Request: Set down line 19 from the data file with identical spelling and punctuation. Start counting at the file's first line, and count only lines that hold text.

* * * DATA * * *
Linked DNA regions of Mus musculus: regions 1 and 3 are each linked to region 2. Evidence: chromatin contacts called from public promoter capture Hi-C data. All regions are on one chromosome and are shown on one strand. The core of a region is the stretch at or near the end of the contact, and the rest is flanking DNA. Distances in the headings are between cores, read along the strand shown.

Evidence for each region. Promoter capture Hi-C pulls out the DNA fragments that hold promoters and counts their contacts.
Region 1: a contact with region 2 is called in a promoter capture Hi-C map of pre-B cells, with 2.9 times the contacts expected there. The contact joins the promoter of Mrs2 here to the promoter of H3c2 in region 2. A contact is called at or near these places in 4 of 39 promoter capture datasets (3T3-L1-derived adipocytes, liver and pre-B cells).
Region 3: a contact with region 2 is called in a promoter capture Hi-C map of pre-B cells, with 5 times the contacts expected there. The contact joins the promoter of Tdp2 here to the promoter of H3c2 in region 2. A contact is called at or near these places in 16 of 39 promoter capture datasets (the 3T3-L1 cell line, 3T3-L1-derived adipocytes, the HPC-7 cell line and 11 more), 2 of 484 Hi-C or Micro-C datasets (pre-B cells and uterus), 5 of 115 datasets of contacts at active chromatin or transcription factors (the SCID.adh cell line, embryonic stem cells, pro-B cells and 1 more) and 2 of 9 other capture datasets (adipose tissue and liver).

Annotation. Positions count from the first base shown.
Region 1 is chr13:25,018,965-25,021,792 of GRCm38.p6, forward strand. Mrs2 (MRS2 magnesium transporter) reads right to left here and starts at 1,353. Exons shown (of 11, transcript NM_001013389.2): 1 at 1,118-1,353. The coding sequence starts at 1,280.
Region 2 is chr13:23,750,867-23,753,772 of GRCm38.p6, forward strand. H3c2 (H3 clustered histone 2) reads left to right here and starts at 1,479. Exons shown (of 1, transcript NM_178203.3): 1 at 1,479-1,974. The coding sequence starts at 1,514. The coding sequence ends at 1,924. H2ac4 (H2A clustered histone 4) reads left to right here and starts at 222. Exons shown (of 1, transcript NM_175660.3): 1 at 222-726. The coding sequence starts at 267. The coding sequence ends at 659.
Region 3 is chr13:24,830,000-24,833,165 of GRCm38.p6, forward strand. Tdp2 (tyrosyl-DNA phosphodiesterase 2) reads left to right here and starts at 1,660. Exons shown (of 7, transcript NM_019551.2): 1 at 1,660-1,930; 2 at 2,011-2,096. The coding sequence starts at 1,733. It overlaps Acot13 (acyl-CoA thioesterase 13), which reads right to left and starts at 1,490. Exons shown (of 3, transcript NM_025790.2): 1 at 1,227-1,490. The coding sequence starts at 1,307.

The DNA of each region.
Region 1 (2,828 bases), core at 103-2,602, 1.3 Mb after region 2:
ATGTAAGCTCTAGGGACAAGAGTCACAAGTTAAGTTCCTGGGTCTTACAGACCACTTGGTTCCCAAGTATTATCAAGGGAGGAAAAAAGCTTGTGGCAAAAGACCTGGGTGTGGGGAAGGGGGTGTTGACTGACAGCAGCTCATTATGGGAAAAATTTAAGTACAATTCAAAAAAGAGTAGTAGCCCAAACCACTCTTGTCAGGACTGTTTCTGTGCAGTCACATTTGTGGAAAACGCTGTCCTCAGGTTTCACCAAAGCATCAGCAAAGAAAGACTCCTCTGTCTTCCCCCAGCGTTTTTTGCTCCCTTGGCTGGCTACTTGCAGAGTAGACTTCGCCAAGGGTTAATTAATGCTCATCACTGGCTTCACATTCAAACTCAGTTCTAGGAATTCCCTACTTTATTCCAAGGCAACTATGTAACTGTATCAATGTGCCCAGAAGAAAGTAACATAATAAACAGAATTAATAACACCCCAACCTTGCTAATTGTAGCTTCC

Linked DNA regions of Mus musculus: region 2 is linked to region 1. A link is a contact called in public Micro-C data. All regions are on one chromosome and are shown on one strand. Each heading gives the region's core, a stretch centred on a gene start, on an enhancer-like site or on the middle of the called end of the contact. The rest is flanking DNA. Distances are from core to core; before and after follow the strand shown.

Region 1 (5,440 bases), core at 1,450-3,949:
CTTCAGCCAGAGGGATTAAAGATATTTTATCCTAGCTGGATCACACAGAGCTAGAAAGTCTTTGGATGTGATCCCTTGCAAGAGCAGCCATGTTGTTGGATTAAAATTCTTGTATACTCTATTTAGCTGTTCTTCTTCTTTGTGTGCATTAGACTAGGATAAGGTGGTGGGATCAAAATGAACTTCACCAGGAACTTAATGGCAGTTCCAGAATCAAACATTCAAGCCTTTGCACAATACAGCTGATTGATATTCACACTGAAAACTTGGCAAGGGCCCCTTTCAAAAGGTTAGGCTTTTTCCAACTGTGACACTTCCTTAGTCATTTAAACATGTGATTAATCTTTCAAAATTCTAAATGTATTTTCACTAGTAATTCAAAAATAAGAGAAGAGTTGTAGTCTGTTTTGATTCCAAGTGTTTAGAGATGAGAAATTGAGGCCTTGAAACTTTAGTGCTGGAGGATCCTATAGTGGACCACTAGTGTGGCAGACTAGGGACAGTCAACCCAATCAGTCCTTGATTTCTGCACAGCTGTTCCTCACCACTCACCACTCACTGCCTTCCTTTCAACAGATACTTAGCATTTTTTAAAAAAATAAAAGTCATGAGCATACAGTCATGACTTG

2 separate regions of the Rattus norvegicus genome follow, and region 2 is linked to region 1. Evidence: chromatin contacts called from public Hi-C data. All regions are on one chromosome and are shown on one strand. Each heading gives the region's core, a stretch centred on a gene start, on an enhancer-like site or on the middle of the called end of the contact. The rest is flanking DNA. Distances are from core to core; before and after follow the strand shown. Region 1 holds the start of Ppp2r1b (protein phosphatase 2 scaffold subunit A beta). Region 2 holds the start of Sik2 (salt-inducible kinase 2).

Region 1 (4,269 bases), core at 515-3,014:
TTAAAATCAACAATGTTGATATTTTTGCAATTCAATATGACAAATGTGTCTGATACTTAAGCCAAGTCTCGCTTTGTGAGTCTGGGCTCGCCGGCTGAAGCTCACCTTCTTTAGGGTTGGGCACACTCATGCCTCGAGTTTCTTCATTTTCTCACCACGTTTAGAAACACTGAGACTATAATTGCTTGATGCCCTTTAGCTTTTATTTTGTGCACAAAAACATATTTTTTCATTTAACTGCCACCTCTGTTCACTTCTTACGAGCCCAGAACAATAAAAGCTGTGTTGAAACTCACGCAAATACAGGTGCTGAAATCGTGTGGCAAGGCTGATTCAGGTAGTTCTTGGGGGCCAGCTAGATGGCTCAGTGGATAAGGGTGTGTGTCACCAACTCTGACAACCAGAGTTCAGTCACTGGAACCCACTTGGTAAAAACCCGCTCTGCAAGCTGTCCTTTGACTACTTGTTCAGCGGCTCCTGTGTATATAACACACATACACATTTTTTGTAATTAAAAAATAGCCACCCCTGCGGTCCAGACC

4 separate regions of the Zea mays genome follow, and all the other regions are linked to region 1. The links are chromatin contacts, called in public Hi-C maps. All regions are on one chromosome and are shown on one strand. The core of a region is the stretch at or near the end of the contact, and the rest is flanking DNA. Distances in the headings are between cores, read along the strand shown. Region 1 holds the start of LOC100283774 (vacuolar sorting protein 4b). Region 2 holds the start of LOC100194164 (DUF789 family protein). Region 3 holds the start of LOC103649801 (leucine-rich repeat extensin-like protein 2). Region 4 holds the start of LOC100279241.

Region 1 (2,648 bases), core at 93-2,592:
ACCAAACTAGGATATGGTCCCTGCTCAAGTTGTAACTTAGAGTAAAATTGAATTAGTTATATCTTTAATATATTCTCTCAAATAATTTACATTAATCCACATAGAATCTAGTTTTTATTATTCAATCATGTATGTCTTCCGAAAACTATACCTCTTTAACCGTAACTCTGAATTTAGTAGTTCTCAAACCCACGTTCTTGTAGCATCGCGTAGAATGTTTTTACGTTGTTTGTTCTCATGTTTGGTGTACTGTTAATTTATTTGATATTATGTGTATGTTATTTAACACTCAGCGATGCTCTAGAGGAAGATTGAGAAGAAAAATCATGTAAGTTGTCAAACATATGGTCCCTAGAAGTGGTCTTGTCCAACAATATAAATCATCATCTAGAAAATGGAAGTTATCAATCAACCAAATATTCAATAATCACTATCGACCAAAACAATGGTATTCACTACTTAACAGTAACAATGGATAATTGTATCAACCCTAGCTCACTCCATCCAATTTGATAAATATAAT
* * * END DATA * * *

Region 1 (2,648 bases), core at 93-2,592: